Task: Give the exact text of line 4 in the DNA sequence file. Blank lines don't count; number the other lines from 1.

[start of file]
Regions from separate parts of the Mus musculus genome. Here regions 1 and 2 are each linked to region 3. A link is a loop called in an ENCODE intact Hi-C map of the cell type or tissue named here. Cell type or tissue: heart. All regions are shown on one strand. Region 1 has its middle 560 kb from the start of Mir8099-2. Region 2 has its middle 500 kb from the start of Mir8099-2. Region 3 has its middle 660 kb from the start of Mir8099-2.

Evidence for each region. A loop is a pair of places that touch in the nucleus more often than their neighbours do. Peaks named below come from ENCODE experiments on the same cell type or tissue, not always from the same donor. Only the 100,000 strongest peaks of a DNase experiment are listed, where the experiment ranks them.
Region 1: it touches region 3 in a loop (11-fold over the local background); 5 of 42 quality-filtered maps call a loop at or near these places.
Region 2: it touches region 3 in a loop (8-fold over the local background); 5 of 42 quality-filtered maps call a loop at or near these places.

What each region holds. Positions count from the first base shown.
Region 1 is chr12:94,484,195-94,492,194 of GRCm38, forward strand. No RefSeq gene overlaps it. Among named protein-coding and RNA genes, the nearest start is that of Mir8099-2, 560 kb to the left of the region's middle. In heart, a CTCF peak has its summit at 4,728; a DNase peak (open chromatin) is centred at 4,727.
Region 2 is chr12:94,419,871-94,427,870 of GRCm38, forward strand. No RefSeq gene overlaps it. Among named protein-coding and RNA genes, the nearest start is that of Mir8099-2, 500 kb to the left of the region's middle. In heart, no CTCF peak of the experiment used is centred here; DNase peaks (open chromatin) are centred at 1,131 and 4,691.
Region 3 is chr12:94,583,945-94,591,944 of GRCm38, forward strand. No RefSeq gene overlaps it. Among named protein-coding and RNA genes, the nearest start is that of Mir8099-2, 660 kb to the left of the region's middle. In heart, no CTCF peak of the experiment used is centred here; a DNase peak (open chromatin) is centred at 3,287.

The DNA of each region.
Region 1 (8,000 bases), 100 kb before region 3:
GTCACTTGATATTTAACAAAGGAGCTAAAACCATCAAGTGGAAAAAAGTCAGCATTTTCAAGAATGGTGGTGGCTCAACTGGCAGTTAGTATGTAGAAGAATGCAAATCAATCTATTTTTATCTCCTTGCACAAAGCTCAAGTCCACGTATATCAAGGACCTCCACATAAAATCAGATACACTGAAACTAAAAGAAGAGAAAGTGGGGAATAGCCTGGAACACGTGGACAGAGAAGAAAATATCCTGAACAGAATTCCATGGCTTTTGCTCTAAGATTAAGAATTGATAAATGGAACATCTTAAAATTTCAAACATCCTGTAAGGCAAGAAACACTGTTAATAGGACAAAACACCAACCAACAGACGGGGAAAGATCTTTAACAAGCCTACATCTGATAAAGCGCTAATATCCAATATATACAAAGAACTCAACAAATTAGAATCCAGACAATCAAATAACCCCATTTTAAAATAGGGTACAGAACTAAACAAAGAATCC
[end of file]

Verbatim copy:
Region 2: it touches region 3 in a loop (8-fold over the local background); 5 of 42 quality-filtered maps call a loop at or near these places.